Throughout the holiday season, all of us seem to be in all the same places at all the same times as we prepare and celebrate during the holidays. Though this season is often magical and memorable, holiday crowds can leave me feeling utterly un-festive.
Through our travels near and far, I’ve picked up a few tips for avoiding and managing crowds. Whether you’re enjoying special holiday events or shopping in preparation for the big day, here are 10 holiday shopping tips for keeping your head above the crowd.
1. Think like a crowd
Holiday crowds are usually not fun surprises. Plan for a crowd any time you are visiting:
- Special events such as festivals, concerts, or holiday light displays
- Family-friendly destinations, such as children’s museums or indoor swimming pools
- Shopping centers
- Grocery stores
Just because you know there will be a crowd doesn’t mean that you shouldn’t go. Knowing what you’re getting into will help you plan ahead and make it a good experience.
2. Plan ahead
Years ago, my husband and I had hard-to-get tickets to the Mormon Tabernacle Choir Christmas Concert. We thought we left home on time, but didn’t give ourselves extra time to navigate heavy traffic and limited parking. Then we lost more time when the tickets were left in the car. We were just a few minutes late, but we lost our seats and saw the concert on a screen in a different part of the building. What could have been a special night was a big disappointment.
Planning ahead will minimize potential problems and maximize your enjoyment of the event. Here are a few ways you can do this:
- Leave early so weather, traffic or parking delays won’t be a problem
- Plan for delays after the event
- If you’re dining out, make a reservation
- Put one person in charge of tickets and other important items, and double check that he or she has them when you leave the house and the car
3. Go early or during off-hours
Avoid crowds by arriving early or visiting during less popular times. Arrive just as a store opens or well before a special event begins. Go on a week day when most people are at work or school, if possible. This rule also applies to dining out. Eating meals early or late will help you avoid long waits when reservations are not an option.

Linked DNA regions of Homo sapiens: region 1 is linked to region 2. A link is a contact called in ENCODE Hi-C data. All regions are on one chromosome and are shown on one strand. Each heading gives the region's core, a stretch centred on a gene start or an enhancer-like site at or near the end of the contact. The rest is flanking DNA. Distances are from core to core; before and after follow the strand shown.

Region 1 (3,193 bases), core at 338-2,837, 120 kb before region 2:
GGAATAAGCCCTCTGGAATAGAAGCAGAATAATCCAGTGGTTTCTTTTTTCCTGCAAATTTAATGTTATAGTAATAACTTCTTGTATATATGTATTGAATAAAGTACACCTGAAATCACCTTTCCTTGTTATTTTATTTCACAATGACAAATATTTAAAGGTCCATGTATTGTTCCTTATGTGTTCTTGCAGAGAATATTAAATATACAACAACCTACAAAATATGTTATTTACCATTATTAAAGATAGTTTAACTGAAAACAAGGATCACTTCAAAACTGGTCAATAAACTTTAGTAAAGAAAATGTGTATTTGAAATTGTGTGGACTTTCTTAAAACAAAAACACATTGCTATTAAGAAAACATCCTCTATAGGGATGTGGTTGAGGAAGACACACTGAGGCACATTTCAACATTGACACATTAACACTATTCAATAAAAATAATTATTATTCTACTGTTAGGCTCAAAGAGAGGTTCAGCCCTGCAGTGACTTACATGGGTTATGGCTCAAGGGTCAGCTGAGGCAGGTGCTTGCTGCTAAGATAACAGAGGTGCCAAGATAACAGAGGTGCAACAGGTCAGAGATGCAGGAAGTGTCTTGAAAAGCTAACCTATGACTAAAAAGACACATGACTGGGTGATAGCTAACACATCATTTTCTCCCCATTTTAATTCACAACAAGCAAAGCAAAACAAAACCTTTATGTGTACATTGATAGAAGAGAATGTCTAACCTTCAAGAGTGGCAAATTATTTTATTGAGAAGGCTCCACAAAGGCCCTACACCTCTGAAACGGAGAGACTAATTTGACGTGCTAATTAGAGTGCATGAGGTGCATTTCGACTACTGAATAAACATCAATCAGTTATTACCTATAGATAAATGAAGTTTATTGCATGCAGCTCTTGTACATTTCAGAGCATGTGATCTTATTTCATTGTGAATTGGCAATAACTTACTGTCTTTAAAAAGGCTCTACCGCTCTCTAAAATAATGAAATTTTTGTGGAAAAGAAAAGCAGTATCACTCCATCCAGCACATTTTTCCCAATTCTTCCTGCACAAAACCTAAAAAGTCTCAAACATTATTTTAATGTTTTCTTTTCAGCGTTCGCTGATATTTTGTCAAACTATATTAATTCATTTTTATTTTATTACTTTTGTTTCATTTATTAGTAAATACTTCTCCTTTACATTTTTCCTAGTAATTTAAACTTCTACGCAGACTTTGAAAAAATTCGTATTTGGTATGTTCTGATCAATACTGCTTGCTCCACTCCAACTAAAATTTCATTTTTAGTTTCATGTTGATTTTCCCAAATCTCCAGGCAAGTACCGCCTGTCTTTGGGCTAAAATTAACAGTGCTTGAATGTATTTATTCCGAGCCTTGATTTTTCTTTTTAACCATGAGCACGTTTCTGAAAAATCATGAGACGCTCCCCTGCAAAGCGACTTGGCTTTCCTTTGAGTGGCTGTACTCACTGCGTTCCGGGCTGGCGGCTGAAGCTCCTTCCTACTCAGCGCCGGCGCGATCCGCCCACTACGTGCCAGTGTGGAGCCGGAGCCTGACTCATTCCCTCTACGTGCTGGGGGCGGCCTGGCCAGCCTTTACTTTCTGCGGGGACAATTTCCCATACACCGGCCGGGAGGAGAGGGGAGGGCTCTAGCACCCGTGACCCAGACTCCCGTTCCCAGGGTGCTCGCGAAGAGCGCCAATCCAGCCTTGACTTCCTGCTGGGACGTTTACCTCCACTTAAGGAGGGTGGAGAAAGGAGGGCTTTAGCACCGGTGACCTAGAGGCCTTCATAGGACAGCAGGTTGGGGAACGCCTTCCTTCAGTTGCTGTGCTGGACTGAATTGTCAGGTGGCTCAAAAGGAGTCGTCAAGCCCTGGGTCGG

4. Use public transportation
Nothing ruins my family’s holiday spirit faster than searching for a parking space. We have solved this problem by using Frontrunner and Trax, Salt Lake City’s commuter rail and light rail lines, to go downtown during the holidays. Frontrunner extends along Interstate 15 from Ogden to Provo. Trax services communities throughout Salt Lake County. Here are a few of the fun places in Utah you can go on Frontrunner and Trax:
- Ogden’s Christmas Village, Ogden
- Farmington Station, Farmington
- Lights on Temple Square, Salt Lake City
- City Creek Center, Salt Lake City
- The Gateway, Salt Lake City
- Fashion Place Mall, Murray
- Gardner Village, West Jordan
- Festival of Trees at South Towne Expo Center, Sandy
5. Pack provisions
Hungry and cold families are grumpy families, which can make crowded holiday events stressful. Pack granola bars or other high-energy snacks in your purse. In cold-weather climates, make sure everyone has weather-appropriate coats, gloves, shoes, hats, etc. If you have to park far away from your destination, are stuck in bumper-to-bumper traffic, or must delay a meal because of crowds, you’ll be glad you did.
6. Consider alternatives
Last year, I did at least 80% of my holiday shopping online. I bought toys, clothes, gift cards and more in my fuzzy slippers. If you don’t enjoy the thrill of the hunt in a crazy-crowded department store or if the thought of attending a crowded holiday event fills you with dread, explore other options like these:
- Shop online
- Skip an event if your family doesn’t enjoy it like they used to
- Create unusual holiday traditions
It’s your holiday. Focus on what makes it special for your family, and create family traditions that you truly enjoy.
Crowds don’t have to bring down your holiday. The energy of a full theater, the joyful noise of many voices raised in song, or the spirit of community during the holiday season can make it extra special. Planning ahead, giving yourself plenty of time and considering alternatives can make crowds a less-stressful part of your holiday season.